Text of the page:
I am suddenly seeing a host of articles like this one by Taylor Borden describing what we are doing with the time we have gained by not commuting. Generally, these are happy, “time with family,” “self-care,” and especially “reducing sleep debt” stories. (Insert happy face smile here.)
Time, however, is a zero-sum game. Like matter and energy, it can be neither created nor destroyed, even though it can easily be wasted.
I stopped commuting long before the pandemic, and my commute time wasn’t being wasted. Each time when I stopped commuting, my life lost something.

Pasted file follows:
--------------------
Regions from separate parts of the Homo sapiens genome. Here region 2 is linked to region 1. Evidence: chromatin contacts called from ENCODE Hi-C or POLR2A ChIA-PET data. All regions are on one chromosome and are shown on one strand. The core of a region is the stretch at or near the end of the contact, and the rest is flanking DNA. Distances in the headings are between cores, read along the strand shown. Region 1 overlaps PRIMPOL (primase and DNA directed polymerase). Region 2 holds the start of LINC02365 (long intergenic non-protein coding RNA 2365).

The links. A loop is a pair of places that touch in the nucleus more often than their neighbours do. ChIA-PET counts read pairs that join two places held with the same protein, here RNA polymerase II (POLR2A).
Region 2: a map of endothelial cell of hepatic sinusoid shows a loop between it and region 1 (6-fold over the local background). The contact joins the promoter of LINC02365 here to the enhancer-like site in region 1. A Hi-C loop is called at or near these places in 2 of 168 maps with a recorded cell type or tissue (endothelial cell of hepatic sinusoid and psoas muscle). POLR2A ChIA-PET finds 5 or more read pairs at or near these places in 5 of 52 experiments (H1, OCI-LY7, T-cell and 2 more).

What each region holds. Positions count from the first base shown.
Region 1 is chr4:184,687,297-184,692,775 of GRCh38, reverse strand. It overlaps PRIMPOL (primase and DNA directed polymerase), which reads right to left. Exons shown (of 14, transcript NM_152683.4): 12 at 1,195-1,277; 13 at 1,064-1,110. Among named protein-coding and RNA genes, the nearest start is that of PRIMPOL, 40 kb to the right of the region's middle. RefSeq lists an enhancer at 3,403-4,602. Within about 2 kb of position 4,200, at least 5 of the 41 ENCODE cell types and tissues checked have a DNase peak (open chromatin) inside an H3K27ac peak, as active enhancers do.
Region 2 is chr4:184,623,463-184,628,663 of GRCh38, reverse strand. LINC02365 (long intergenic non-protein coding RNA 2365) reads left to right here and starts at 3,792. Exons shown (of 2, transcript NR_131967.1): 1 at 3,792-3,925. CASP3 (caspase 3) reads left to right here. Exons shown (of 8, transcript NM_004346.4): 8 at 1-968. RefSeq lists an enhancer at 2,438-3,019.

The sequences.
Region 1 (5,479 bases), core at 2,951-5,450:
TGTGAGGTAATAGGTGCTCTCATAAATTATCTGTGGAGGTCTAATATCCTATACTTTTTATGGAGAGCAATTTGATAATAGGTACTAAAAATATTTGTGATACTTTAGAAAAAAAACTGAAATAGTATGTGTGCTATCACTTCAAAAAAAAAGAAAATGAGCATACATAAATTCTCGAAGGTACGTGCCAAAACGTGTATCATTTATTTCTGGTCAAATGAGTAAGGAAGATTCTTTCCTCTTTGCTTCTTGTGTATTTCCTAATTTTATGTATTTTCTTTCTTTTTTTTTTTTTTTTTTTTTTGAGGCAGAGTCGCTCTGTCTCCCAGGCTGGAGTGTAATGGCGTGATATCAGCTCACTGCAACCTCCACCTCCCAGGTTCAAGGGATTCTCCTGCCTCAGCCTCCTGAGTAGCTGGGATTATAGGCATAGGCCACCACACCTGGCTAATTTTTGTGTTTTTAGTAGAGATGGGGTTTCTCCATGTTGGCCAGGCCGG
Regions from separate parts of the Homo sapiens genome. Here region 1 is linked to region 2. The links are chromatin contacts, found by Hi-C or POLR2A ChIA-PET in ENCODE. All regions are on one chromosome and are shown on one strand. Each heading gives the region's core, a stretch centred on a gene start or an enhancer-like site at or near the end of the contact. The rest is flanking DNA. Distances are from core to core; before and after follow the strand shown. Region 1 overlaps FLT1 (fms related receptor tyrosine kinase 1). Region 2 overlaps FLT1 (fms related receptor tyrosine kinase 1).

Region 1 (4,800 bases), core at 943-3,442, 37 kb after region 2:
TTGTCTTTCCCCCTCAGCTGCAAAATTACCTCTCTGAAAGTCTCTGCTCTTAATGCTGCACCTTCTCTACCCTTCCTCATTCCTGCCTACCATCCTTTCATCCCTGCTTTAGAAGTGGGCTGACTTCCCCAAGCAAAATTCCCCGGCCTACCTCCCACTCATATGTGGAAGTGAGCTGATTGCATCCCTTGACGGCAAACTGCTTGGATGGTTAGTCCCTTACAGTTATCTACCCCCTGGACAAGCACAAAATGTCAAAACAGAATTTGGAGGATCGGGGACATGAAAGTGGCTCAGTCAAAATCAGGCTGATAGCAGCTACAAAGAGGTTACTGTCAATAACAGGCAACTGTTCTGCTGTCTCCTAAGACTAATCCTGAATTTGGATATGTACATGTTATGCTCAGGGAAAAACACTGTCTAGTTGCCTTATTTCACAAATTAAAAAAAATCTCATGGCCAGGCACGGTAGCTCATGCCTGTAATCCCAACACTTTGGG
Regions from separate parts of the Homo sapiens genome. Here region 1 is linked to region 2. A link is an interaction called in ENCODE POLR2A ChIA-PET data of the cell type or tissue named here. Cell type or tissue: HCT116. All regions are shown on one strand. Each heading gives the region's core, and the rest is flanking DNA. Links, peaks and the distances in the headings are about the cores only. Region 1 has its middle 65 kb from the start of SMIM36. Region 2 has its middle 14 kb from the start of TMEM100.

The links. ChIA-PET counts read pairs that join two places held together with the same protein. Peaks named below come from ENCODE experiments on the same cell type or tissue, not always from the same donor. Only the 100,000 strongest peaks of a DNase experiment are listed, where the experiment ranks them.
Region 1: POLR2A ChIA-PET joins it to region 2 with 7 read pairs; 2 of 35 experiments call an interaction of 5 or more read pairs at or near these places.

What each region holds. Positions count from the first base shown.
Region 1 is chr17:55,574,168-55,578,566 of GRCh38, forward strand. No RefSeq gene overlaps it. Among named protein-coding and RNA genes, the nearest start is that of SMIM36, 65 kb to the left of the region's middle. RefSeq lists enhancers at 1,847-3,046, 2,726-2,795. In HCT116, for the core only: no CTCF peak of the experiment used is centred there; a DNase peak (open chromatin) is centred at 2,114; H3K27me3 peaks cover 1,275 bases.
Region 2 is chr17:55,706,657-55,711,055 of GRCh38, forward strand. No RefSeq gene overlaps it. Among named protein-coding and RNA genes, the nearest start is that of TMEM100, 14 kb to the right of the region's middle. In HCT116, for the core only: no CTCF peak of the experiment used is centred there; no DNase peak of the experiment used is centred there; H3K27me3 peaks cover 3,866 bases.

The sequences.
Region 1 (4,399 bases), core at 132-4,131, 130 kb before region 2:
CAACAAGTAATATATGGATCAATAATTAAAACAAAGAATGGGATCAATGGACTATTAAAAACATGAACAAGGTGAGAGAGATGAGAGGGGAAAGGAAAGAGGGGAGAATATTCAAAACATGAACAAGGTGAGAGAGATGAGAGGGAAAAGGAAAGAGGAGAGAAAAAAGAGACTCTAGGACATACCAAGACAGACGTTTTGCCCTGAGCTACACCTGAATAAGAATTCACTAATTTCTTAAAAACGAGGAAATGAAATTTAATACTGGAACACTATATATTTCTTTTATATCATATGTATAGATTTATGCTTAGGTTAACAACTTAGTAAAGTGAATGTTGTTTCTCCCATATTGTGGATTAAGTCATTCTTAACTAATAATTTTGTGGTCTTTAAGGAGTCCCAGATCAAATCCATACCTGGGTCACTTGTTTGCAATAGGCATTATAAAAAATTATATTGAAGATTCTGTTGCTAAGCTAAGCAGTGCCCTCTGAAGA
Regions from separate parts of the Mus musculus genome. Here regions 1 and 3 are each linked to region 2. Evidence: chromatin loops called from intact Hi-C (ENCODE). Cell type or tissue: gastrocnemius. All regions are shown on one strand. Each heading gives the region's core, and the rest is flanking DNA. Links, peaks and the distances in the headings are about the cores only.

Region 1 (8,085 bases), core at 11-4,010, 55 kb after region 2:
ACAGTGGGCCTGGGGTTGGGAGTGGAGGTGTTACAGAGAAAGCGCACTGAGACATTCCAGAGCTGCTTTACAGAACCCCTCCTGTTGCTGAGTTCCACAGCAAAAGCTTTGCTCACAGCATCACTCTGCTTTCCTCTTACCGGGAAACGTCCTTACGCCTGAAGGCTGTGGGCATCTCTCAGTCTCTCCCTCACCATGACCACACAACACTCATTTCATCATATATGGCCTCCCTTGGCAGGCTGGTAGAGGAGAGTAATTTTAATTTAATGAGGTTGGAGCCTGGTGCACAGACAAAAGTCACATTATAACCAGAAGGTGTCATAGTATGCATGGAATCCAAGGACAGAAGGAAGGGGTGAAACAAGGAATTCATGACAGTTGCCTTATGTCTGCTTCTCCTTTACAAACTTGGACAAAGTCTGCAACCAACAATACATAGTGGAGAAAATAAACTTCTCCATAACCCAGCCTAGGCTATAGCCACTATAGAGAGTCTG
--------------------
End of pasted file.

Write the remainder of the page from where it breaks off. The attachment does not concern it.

The first time, I lost a wonderful carpool of great fun people, along with a guarantee that my work day would end on time.
The second time, I lost 700 hours of audiobooks per year. (Podcasts didn’t exist back then.)
The third time, I lost singing practice. I sing badly but with great enthusiasm, and the car was the only private sound space I had had.
I could have just kept in touch with the carpool. I could have continued to listen to audiobooks. I could have soundproofed a room, but I didn’t.
It is not that those things had to be lost, but something had to be and happened to be those things.
When you lost your commute, what did you lose?